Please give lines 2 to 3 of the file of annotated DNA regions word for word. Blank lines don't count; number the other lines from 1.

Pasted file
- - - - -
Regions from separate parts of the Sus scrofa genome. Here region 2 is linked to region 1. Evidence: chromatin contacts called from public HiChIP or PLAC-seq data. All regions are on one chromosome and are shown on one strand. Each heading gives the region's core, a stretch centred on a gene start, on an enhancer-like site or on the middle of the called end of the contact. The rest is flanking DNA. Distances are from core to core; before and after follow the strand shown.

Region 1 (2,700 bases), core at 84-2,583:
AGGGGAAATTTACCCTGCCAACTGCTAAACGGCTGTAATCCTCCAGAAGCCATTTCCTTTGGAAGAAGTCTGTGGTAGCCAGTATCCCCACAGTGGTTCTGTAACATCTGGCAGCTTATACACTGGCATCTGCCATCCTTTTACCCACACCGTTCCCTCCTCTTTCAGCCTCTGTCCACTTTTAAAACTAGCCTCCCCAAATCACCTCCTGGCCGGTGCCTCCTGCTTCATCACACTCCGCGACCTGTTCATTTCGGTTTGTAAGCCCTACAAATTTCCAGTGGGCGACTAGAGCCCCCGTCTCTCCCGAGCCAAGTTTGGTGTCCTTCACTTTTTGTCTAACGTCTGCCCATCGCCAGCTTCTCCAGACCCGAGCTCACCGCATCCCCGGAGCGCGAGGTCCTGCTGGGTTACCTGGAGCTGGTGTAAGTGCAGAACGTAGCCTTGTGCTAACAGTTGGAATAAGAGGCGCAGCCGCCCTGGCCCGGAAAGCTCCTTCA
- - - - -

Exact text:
Region 1 (2,700 bases), core at 84-2,583:
AGGGGAAATTTACCCTGCCAACTGCTAAACGGCTGTAATCCTCCAGAAGCCATTTCCTTTGGAAGAAGTCTGTGGTAGCCAGTATCCCCACAGTGGTTCTGTAACATCTGGCAGCTTATACACTGGCATCTGCCATCCTTTTACCCACACCGTTCCCTCCTCTTTCAGCCTCTGTCCACTTTTAAAACTAGCCTCCCCAAATCACCTCCTGGCCGGTGCCTCCTGCTTCATCACACTCCGCGACCTGTTCATTTCGGTTTGTAAGCCCTACAAATTTCCAGTGGGCGACTAGAGCCCCCGTCTCTCCCGAGCCAAGTTTGGTGTCCTTCACTTTTTGTCTAACGTCTGCCCATCGCCAGCTTCTCCAGACCCGAGCTCACCGCATCCCCGGAGCGCGAGGTCCTGCTGGGTTACCTGGAGCTGGTGTAAGTGCAGAACGTAGCCTTGTGCTAACAGTTGGAATAAGAGGCGCAGCCGCCCTGGCCCGGAAAGCTCCTTCA